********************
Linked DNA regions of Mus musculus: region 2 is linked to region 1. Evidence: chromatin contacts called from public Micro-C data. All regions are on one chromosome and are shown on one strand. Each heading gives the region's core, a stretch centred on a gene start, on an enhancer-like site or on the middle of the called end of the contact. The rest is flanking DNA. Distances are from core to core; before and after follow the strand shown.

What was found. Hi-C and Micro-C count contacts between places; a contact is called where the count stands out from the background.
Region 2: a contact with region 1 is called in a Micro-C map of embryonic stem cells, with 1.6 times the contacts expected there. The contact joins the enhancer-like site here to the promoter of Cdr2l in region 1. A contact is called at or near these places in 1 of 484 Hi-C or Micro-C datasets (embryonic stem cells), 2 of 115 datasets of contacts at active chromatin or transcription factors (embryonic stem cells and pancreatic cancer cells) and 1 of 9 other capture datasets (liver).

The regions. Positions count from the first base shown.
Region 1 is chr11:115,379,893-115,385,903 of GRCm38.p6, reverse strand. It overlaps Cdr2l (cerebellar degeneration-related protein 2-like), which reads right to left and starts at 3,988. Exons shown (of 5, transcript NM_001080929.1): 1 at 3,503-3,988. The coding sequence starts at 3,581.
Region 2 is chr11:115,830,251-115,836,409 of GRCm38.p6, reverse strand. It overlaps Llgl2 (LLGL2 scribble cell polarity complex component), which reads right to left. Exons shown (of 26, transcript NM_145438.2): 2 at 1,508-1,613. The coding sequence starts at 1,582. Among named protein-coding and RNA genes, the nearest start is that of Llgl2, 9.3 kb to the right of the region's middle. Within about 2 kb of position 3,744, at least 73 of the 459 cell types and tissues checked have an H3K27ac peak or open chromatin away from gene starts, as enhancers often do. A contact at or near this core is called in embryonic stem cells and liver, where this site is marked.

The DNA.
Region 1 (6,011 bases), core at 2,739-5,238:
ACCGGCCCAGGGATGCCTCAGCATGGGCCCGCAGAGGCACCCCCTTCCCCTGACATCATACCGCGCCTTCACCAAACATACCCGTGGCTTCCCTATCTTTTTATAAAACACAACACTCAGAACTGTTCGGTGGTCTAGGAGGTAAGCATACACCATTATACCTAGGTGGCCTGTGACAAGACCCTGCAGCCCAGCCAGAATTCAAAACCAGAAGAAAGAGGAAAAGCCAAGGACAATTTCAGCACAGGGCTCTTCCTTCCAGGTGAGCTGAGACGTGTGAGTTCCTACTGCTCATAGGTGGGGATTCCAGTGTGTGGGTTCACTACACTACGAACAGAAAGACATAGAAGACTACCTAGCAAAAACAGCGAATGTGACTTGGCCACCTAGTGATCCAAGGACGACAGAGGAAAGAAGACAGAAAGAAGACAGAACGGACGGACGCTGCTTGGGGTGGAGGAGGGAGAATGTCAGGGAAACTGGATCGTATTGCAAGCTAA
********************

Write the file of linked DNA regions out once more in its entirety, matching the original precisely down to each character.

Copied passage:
Linked DNA regions of Mus musculus: region 2 is linked to region 1. Evidence: chromatin contacts called from public Micro-C data. All regions are on one chromosome and are shown on one strand. Each heading gives the region's core, a stretch centred on a gene start, on an enhancer-like site or on the middle of the called end of the contact. The rest is flanking DNA. Distances are from core to core; before and after follow the strand shown.

What was found. Hi-C and Micro-C count contacts between places; a contact is called where the count stands out from the background.
Region 2: a contact with region 1 is called in a Micro-C map of embryonic stem cells, with 1.6 times the contacts expected there. The contact joins the enhancer-like site here to the promoter of Cdr2l in region 1. A contact is called at or near these places in 1 of 484 Hi-C or Micro-C datasets (embryonic stem cells), 2 of 115 datasets of contacts at active chromatin or transcription factors (embryonic stem cells and pancreatic cancer cells) and 1 of 9 other capture datasets (liver).

The regions. Positions count from the first base shown.
Region 1 is chr11:115,379,893-115,385,903 of GRCm38.p6, reverse strand. It overlaps Cdr2l (cerebellar degeneration-related protein 2-like), which reads right to left and starts at 3,988. Exons shown (of 5, transcript NM_001080929.1): 1 at 3,503-3,988. The coding sequence starts at 3,581.
Region 2 is chr11:115,830,251-115,836,409 of GRCm38.p6, reverse strand. It overlaps Llgl2 (LLGL2 scribble cell polarity complex component), which reads right to left. Exons shown (of 26, transcript NM_145438.2): 2 at 1,508-1,613. The coding sequence starts at 1,582. Among named protein-coding and RNA genes, the nearest start is that of Llgl2, 9.3 kb to the right of the region's middle. Within about 2 kb of position 3,744, at least 73 of the 459 cell types and tissues checked have an H3K27ac peak or open chromatin away from gene starts, as enhancers often do. A contact at or near this core is called in embryonic stem cells and liver, where this site is marked.

The DNA.
Region 1 (6,011 bases), core at 2,739-5,238:
ACCGGCCCAGGGATGCCTCAGCATGGGCCCGCAGAGGCACCCCCTTCCCCTGACATCATACCGCGCCTTCACCAAACATACCCGTGGCTTCCCTATCTTTTTATAAAACACAACACTCAGAACTGTTCGGTGGTCTAGGAGGTAAGCATACACCATTATACCTAGGTGGCCTGTGACAAGACCCTGCAGCCCAGCCAGAATTCAAAACCAGAAGAAAGAGGAAAAGCCAAGGACAATTTCAGCACAGGGCTCTTCCTTCCAGGTGAGCTGAGACGTGTGAGTTCCTACTGCTCATAGGTGGGGATTCCAGTGTGTGGGTTCACTACACTACGAACAGAAAGACATAGAAGACTACCTAGCAAAAACAGCGAATGTGACTTGGCCACCTAGTGATCCAAGGACGACAGAGGAAAGAAGACAGAAAGAAGACAGAACGGACGGACGCTGCTTGGGGTGGAGGAGGGAGAATGTCAGGGAAACTGGATCGTATTGCAAGCTAA